In the case of a metal container, a cylindrical can is provided with a unified bottom dome and a top in the manner of a classic beverage container. A hole is made through the center of the dome to snugly hold the canister cap central stud member. The canister cap domed outer surface is designed to smoothly match the diameter and shape of the dome of the container. A Food and Drug Administration approved glue could be used to bond the receptacle to the container dome, but in general, the snug fitting of the canister cap stud and the container dome hole is enough, since after assembly, pressure from the carbonated product will firmly hold the canister cap domed outer surface to the container dome. After assembly, the container is filled with carbonated beverage and then sealed off with a conventional lid with an opening means.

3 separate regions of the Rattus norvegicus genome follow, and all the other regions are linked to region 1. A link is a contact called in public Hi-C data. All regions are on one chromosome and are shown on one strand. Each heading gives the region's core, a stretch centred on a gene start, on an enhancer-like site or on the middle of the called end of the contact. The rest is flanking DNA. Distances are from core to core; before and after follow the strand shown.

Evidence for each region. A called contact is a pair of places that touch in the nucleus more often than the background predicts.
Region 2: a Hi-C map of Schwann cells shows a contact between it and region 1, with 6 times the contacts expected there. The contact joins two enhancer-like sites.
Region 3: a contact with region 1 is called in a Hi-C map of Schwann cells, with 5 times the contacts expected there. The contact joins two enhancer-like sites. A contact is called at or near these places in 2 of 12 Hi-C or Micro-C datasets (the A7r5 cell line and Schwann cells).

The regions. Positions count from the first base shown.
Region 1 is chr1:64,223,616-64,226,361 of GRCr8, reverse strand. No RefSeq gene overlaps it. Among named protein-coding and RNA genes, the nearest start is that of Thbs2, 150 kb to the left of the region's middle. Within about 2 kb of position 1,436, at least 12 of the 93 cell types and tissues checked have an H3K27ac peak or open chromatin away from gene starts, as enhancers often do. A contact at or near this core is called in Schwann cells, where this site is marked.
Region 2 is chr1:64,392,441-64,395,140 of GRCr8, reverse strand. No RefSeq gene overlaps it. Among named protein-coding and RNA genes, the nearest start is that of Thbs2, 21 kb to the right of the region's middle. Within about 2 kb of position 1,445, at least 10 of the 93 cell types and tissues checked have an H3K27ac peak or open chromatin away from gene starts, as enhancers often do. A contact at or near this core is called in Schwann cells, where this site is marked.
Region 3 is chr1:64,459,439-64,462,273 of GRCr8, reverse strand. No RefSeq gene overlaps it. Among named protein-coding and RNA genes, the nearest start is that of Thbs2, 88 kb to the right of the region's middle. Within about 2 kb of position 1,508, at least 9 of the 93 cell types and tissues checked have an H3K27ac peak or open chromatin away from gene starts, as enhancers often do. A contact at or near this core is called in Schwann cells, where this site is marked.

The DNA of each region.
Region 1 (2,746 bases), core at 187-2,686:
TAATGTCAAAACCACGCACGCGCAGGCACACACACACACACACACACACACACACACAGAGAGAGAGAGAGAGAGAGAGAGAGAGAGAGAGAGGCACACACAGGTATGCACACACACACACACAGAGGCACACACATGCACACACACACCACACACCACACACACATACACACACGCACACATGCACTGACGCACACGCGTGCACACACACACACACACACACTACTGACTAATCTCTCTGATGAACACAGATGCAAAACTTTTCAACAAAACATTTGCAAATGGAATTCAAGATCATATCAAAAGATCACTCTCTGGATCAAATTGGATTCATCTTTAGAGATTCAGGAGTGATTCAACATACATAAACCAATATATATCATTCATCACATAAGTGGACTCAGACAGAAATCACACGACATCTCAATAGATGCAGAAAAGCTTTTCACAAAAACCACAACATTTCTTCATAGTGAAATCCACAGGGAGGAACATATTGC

The finished apparatus is then stored for later use or sale. During storage, carbonation pressure slowly compresses the actuation cap member because the sealed actuation chamber formed between the actuation cap member and the canister top cylinder is at atmospheric pressure due to the refrigerant passageway through the receptacle and through the canister cap stud hole. As carbonation pressure builds up, the actuation cap member slowly compresses the outer rubber seal forming a hermetic seal with the canister outer seal seat. Since the actuation cap member experiences a lot more force from carbonation pressure due to its larger surface area than the canister inner seal experiences from the refrigerant pressure, it compresses the outer rubber seal and forms a better seal between the outer rubber seal and the canister outer seal seat, so that slight leaks between the canister inner seal seat and the inner rubber seal will progressively make the inner rubber seal loose its effective pressure differential with the atmosphere and then it will fall away from the canister inner seal seat and drop to the bottom of the receptacle assembly by gravity. Since it will be deformed by the original acting pressure force of the refrigerant, it will not readily form a seal within the receptacle if it should again come into contact with the canister inner seal seat.